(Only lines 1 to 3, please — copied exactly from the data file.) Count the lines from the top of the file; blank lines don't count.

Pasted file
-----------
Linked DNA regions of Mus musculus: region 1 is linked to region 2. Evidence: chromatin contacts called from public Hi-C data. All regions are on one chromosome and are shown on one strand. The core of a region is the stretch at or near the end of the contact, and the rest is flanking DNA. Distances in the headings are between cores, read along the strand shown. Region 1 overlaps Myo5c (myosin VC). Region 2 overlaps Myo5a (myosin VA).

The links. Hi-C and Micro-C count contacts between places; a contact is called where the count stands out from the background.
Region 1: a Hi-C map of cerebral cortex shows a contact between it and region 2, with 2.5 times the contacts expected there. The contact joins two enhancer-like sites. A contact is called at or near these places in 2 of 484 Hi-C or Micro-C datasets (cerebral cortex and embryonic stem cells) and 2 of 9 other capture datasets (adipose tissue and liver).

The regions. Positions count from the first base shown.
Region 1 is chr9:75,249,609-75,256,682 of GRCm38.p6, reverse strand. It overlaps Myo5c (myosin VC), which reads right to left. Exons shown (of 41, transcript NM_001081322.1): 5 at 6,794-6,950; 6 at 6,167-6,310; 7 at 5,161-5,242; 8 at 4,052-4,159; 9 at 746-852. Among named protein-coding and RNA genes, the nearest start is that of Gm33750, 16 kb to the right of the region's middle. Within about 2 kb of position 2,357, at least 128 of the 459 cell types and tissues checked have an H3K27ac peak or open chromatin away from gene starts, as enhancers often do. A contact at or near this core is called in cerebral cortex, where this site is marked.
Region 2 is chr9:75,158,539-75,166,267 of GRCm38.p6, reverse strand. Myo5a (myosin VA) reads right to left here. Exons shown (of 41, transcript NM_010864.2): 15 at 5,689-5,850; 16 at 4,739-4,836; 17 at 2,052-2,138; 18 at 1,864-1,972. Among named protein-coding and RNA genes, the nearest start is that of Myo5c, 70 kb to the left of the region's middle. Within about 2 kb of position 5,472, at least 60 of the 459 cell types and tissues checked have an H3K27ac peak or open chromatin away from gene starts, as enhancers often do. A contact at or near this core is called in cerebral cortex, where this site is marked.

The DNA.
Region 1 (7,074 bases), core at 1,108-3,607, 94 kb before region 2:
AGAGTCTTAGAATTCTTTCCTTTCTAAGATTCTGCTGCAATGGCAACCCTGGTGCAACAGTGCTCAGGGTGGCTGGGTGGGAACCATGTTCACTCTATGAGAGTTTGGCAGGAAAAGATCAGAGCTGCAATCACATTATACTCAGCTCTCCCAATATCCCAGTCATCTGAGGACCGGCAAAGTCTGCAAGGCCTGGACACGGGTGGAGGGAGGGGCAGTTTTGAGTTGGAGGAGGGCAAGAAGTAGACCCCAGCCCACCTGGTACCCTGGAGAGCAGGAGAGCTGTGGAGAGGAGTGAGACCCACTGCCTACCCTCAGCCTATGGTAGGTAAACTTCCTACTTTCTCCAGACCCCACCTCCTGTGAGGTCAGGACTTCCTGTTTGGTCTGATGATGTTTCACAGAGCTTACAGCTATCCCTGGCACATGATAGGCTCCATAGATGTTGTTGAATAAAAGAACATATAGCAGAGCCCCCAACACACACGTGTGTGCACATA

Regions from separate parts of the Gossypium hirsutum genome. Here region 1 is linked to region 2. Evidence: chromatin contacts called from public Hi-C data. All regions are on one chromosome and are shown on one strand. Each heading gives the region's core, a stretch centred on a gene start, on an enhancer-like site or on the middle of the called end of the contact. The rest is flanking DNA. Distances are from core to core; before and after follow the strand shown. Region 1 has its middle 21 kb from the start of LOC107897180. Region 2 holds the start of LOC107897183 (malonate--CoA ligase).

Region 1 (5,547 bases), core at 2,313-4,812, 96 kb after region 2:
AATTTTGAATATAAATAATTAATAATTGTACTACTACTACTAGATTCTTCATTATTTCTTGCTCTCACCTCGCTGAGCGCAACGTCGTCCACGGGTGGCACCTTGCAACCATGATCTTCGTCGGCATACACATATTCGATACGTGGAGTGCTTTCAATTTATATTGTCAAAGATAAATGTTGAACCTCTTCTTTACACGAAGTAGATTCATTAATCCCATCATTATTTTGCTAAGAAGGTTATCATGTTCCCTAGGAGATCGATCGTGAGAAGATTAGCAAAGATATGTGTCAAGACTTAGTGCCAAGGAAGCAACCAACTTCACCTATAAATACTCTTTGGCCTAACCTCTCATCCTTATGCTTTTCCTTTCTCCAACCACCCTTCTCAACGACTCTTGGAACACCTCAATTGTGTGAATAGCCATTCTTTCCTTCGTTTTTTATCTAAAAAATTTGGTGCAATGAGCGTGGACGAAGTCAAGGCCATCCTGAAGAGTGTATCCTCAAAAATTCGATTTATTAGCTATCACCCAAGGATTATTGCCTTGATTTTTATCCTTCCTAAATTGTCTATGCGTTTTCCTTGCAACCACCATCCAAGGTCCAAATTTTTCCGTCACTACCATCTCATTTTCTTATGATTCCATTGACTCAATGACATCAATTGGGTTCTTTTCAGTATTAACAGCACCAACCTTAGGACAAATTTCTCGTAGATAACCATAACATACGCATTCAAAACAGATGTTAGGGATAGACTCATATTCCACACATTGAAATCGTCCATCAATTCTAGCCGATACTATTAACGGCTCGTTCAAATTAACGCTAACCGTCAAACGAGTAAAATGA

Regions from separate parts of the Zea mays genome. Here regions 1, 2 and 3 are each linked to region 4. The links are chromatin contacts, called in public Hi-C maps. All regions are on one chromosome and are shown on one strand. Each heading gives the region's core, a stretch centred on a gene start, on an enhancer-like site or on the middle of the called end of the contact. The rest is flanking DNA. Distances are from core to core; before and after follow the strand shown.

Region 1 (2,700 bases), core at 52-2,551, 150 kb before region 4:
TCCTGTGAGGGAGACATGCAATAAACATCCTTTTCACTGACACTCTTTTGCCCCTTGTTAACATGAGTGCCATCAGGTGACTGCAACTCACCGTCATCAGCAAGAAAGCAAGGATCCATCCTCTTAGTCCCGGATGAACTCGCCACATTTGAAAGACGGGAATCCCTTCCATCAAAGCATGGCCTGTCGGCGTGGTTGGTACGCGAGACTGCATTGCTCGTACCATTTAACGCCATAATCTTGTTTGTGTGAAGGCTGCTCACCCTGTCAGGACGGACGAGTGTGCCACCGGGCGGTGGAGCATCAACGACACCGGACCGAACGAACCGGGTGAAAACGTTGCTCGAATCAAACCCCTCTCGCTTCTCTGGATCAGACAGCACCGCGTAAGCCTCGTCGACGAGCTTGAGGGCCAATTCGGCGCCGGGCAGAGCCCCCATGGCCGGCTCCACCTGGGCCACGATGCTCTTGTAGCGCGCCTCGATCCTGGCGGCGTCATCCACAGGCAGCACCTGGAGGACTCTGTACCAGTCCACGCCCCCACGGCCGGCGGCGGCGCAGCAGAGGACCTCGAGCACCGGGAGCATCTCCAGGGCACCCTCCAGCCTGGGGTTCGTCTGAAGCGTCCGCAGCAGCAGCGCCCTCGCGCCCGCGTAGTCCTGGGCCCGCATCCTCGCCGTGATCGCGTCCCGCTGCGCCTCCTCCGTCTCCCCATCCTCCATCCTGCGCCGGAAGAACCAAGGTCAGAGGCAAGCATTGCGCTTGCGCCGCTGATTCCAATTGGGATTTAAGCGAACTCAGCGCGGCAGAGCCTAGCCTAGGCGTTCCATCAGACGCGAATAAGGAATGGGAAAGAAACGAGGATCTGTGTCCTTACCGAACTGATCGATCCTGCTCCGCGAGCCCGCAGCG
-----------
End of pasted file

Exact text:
Linked DNA regions of Mus musculus: region 1 is linked to region 2. Evidence: chromatin contacts called from public Hi-C data. All regions are on one chromosome and are shown on one strand. The core of a region is the stretch at or near the end of the contact, and the rest is flanking DNA. Distances in the headings are between cores, read along the strand shown. Region 1 overlaps Myo5c (myosin VC). Region 2 overlaps Myo5a (myosin VA).

The links. Hi-C and Micro-C count contacts between places; a contact is called where the count stands out from the background.
Region 1: a Hi-C map of cerebral cortex shows a contact between it and region 2, with 2.5 times the contacts expected there. The contact joins two enhancer-like sites. A contact is called at or near these places in 2 of 484 Hi-C or Micro-C datasets (cerebral cortex and embryonic stem cells) and 2 of 9 other capture datasets (adipose tissue and liver).